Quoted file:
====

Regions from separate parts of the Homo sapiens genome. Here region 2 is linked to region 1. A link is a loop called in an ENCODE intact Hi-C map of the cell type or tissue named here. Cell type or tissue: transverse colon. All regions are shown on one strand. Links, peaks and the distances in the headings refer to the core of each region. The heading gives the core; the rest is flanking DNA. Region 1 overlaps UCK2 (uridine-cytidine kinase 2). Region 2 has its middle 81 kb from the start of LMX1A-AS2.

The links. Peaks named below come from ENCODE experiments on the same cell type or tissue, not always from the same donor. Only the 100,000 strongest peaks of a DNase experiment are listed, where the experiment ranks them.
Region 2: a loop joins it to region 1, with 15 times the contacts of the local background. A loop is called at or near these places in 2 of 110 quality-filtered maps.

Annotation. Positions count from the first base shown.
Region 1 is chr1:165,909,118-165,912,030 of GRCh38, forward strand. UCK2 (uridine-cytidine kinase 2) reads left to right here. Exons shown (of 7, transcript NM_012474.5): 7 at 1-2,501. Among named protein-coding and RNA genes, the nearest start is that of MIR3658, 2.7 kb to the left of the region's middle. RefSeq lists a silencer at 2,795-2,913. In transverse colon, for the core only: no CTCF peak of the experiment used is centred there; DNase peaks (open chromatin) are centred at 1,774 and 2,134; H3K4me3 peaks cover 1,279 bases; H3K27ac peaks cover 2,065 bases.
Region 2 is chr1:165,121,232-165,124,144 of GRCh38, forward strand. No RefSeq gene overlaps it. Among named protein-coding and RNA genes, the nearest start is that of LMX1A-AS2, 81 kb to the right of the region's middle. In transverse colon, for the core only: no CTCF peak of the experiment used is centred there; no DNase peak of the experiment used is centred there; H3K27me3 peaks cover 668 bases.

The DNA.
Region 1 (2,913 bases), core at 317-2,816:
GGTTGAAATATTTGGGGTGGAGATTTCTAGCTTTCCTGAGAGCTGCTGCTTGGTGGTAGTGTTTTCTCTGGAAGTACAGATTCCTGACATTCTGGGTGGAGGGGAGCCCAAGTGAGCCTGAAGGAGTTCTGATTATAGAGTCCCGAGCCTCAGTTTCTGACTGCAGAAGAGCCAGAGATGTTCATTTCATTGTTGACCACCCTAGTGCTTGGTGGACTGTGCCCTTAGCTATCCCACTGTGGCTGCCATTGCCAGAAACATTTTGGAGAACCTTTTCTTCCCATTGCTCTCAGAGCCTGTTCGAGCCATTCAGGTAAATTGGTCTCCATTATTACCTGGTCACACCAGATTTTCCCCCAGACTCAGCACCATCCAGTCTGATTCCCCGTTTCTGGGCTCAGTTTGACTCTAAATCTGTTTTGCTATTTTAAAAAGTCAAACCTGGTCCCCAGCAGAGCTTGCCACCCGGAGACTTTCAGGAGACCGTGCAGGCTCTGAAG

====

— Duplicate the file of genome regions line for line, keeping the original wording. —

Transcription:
Regions from separate parts of the Homo sapiens genome. Here region 2 is linked to region 1. A link is a loop called in an ENCODE intact Hi-C map of the cell type or tissue named here. Cell type or tissue: transverse colon. All regions are shown on one strand. Links, peaks and the distances in the headings refer to the core of each region. The heading gives the core; the rest is flanking DNA. Region 1 overlaps UCK2 (uridine-cytidine kinase 2). Region 2 has its middle 81 kb from the start of LMX1A-AS2.

The links. Peaks named below come from ENCODE experiments on the same cell type or tissue, not always from the same donor. Only the 100,000 strongest peaks of a DNase experiment are listed, where the experiment ranks them.
Region 2: a loop joins it to region 1, with 15 times the contacts of the local background. A loop is called at or near these places in 2 of 110 quality-filtered maps.

Annotation. Positions count from the first base shown.
Region 1 is chr1:165,909,118-165,912,030 of GRCh38, forward strand. UCK2 (uridine-cytidine kinase 2) reads left to right here. Exons shown (of 7, transcript NM_012474.5): 7 at 1-2,501. Among named protein-coding and RNA genes, the nearest start is that of MIR3658, 2.7 kb to the left of the region's middle. RefSeq lists a silencer at 2,795-2,913. In transverse colon, for the core only: no CTCF peak of the experiment used is centred there; DNase peaks (open chromatin) are centred at 1,774 and 2,134; H3K4me3 peaks cover 1,279 bases; H3K27ac peaks cover 2,065 bases.
Region 2 is chr1:165,121,232-165,124,144 of GRCh38, forward strand. No RefSeq gene overlaps it. Among named protein-coding and RNA genes, the nearest start is that of LMX1A-AS2, 81 kb to the right of the region's middle. In transverse colon, for the core only: no CTCF peak of the experiment used is centred there; no DNase peak of the experiment used is centred there; H3K27me3 peaks cover 668 bases.

The DNA.
Region 1 (2,913 bases), core at 317-2,816:
GGTTGAAATATTTGGGGTGGAGATTTCTAGCTTTCCTGAGAGCTGCTGCTTGGTGGTAGTGTTTTCTCTGGAAGTACAGATTCCTGACATTCTGGGTGGAGGGGAGCCCAAGTGAGCCTGAAGGAGTTCTGATTATAGAGTCCCGAGCCTCAGTTTCTGACTGCAGAAGAGCCAGAGATGTTCATTTCATTGTTGACCACCCTAGTGCTTGGTGGACTGTGCCCTTAGCTATCCCACTGTGGCTGCCATTGCCAGAAACATTTTGGAGAACCTTTTCTTCCCATTGCTCTCAGAGCCTGTTCGAGCCATTCAGGTAAATTGGTCTCCATTATTACCTGGTCACACCAGATTTTCCCCCAGACTCAGCACCATCCAGTCTGATTCCCCGTTTCTGGGCTCAGTTTGACTCTAAATCTGTTTTGCTATTTTAAAAAGTCAAACCTGGTCCCCAGCAGAGCTTGCCACCCGGAGACTTTCAGGAGACCGTGCAGGCTCTGAAG